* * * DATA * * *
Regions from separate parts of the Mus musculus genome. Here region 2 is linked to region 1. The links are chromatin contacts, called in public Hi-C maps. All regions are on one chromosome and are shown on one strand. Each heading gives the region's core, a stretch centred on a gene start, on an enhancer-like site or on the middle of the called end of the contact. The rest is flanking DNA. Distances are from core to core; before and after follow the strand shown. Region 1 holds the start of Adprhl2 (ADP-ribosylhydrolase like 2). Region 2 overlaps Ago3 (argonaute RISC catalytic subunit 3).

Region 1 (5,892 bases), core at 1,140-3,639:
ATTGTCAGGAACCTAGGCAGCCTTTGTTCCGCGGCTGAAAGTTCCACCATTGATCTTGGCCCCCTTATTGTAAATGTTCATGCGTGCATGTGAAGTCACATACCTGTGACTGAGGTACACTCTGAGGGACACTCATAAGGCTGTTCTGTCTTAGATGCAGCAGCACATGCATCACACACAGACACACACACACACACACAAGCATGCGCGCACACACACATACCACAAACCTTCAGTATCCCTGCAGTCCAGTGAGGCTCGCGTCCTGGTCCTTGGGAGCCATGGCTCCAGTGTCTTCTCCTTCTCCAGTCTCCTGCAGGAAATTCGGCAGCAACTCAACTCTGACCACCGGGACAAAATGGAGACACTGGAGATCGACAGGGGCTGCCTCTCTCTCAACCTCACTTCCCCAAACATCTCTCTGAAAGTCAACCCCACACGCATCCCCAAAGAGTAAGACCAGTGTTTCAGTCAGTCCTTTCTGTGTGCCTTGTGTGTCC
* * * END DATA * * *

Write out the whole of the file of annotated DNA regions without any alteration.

Regions from separate parts of the Mus musculus genome. Here region 2 is linked to region 1. The links are chromatin contacts, called in public Hi-C maps. All regions are on one chromosome and are shown on one strand. Each heading gives the region's core, a stretch centred on a gene start, on an enhancer-like site or on the middle of the called end of the contact. The rest is flanking DNA. Distances are from core to core; before and after follow the strand shown. Region 1 holds the start of Adprhl2 (ADP-ribosylhydrolase like 2). Region 2 overlaps Ago3 (argonaute RISC catalytic subunit 3).

Region 1 (5,892 bases), core at 1,140-3,639:
ATTGTCAGGAACCTAGGCAGCCTTTGTTCCGCGGCTGAAAGTTCCACCATTGATCTTGGCCCCCTTATTGTAAATGTTCATGCGTGCATGTGAAGTCACATACCTGTGACTGAGGTACACTCTGAGGGACACTCATAAGGCTGTTCTGTCTTAGATGCAGCAGCACATGCATCACACACAGACACACACACACACACACAAGCATGCGCGCACACACACATACCACAAACCTTCAGTATCCCTGCAGTCCAGTGAGGCTCGCGTCCTGGTCCTTGGGAGCCATGGCTCCAGTGTCTTCTCCTTCTCCAGTCTCCTGCAGGAAATTCGGCAGCAACTCAACTCTGACCACCGGGACAAAATGGAGACACTGGAGATCGACAGGGGCTGCCTCTCTCTCAACCTCACTTCCCCAAACATCTCTCTGAAAGTCAACCCCACACGCATCCCCAAAGAGTAAGACCAGTGTTTCAGTCAGTCCTTTCTGTGTGCCTTGTGTGTCC